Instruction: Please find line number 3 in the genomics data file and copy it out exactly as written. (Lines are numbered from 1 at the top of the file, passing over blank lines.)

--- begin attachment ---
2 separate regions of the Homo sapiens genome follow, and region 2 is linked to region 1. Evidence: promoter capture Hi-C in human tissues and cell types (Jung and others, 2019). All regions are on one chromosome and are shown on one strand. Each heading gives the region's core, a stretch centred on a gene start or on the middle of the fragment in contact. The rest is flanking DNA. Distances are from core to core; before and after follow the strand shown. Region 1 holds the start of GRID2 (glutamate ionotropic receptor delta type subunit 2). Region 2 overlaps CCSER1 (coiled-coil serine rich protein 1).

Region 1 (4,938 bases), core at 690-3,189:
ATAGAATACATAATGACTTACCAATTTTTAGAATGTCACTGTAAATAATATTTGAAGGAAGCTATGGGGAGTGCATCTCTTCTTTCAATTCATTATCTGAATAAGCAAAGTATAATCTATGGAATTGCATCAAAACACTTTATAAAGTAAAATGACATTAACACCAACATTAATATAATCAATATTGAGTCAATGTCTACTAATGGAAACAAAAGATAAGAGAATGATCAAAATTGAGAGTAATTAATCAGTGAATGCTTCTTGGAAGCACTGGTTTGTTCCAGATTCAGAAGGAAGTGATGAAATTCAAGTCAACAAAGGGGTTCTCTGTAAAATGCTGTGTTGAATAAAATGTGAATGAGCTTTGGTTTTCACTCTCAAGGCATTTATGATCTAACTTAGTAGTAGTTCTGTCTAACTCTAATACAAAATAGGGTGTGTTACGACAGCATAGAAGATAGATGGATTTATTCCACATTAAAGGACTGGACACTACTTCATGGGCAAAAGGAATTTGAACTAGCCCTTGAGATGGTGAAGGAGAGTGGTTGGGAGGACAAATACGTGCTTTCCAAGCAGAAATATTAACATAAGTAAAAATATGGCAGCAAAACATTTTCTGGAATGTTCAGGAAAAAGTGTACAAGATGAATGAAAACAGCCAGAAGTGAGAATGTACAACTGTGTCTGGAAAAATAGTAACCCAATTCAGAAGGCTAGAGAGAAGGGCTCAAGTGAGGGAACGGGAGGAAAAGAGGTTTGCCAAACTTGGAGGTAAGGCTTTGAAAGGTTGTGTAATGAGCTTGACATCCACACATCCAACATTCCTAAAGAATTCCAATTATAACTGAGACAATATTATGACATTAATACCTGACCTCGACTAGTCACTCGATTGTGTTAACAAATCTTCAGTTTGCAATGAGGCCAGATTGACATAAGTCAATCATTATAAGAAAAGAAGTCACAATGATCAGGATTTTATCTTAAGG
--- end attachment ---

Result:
ATAGAATACATAATGACTTACCAATTTTTAGAATGTCACTGTAAATAATATTTGAAGGAAGCTATGGGGAGTGCATCTCTTCTTTCAATTCATTATCTGAATAAGCAAAGTATAATCTATGGAATTGCATCAAAACACTTTATAAAGTAAAATGACATTAACACCAACATTAATATAATCAATATTGAGTCAATGTCTACTAATGGAAACAAAAGATAAGAGAATGATCAAAATTGAGAGTAATTAATCAGTGAATGCTTCTTGGAAGCACTGGTTTGTTCCAGATTCAGAAGGAAGTGATGAAATTCAAGTCAACAAAGGGGTTCTCTGTAAAATGCTGTGTTGAATAAAATGTGAATGAGCTTTGGTTTTCACTCTCAAGGCATTTATGATCTAACTTAGTAGTAGTTCTGTCTAACTCTAATACAAAATAGGGTGTGTTACGACAGCATAGAAGATAGATGGATTTATTCCACATTAAAGGACTGGACACTACTTCATGGGCAAAAGGAATTTGAACTAGCCCTTGAGATGGTGAAGGAGAGTGGTTGGGAGGACAAATACGTGCTTTCCAAGCAGAAATATTAACATAAGTAAAAATATGGCAGCAAAACATTTTCTGGAATGTTCAGGAAAAAGTGTACAAGATGAATGAAAACAGCCAGAAGTGAGAATGTACAACTGTGTCTGGAAAAATAGTAACCCAATTCAGAAGGCTAGAGAGAAGGGCTCAAGTGAGGGAACGGGAGGAAAAGAGGTTTGCCAAACTTGGAGGTAAGGCTTTGAAAGGTTGTGTAATGAGCTTGACATCCACACATCCAACATTCCTAAAGAATTCCAATTATAACTGAGACAATATTATGACATTAATACCTGACCTCGACTAGTCACTCGATTGTGTTAACAAATCTTCAGTTTGCAATGAGGCCAGATTGACATAAGTCAATCATTATAAGAAAAGAAGTCACAATGATCAGGATTTTATCTTAAGG